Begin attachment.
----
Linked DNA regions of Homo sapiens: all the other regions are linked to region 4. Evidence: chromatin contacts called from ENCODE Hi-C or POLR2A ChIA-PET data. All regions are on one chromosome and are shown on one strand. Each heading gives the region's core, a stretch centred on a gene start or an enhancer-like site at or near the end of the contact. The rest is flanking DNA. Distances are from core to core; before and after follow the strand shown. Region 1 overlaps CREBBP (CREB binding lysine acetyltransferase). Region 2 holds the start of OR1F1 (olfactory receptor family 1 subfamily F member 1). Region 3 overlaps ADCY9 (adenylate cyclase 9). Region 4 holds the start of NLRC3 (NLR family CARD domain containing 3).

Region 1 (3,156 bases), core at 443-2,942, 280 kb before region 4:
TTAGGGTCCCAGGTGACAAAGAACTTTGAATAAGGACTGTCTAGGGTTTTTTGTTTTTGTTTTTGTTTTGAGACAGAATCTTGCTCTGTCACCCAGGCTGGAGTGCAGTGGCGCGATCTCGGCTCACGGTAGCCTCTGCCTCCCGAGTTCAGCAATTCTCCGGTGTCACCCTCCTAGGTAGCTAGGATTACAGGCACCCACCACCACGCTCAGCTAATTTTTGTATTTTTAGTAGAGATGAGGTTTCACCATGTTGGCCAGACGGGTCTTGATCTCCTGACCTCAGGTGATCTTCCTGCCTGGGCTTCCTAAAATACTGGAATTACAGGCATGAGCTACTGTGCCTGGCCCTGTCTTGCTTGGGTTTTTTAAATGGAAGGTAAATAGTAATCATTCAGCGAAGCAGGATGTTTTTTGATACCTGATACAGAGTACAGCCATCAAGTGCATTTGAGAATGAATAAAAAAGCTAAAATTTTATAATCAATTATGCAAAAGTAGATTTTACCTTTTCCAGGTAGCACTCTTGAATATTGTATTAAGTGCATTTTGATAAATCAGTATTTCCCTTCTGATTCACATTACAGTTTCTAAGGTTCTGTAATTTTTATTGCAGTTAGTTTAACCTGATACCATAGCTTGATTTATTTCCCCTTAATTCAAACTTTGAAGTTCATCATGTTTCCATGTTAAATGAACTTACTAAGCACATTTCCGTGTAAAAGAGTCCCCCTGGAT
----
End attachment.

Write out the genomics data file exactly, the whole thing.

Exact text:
Linked DNA regions of Homo sapiens: all the other regions are linked to region 4. Evidence: chromatin contacts called from ENCODE Hi-C or POLR2A ChIA-PET data. All regions are on one chromosome and are shown on one strand. Each heading gives the region's core, a stretch centred on a gene start or an enhancer-like site at or near the end of the contact. The rest is flanking DNA. Distances are from core to core; before and after follow the strand shown. Region 1 overlaps CREBBP (CREB binding lysine acetyltransferase). Region 2 holds the start of OR1F1 (olfactory receptor family 1 subfamily F member 1). Region 3 overlaps ADCY9 (adenylate cyclase 9). Region 4 holds the start of NLRC3 (NLR family CARD domain containing 3).

Region 1 (3,156 bases), core at 443-2,942, 280 kb before region 4:
TTAGGGTCCCAGGTGACAAAGAACTTTGAATAAGGACTGTCTAGGGTTTTTTGTTTTTGTTTTTGTTTTGAGACAGAATCTTGCTCTGTCACCCAGGCTGGAGTGCAGTGGCGCGATCTCGGCTCACGGTAGCCTCTGCCTCCCGAGTTCAGCAATTCTCCGGTGTCACCCTCCTAGGTAGCTAGGATTACAGGCACCCACCACCACGCTCAGCTAATTTTTGTATTTTTAGTAGAGATGAGGTTTCACCATGTTGGCCAGACGGGTCTTGATCTCCTGACCTCAGGTGATCTTCCTGCCTGGGCTTCCTAAAATACTGGAATTACAGGCATGAGCTACTGTGCCTGGCCCTGTCTTGCTTGGGTTTTTTAAATGGAAGGTAAATAGTAATCATTCAGCGAAGCAGGATGTTTTTTGATACCTGATACAGAGTACAGCCATCAAGTGCATTTGAGAATGAATAAAAAAGCTAAAATTTTATAATCAATTATGCAAAAGTAGATTTTACCTTTTCCAGGTAGCACTCTTGAATATTGTATTAAGTGCATTTTGATAAATCAGTATTTCCCTTCTGATTCACATTACAGTTTCTAAGGTTCTGTAATTTTTATTGCAGTTAGTTTAACCTGATACCATAGCTTGATTTATTTCCCCTTAATTCAAACTTTGAAGTTCATCATGTTTCCATGTTAAATGAACTTACTAAGCACATTTCCGTGTAAAAGAGTCCCCCTGGAT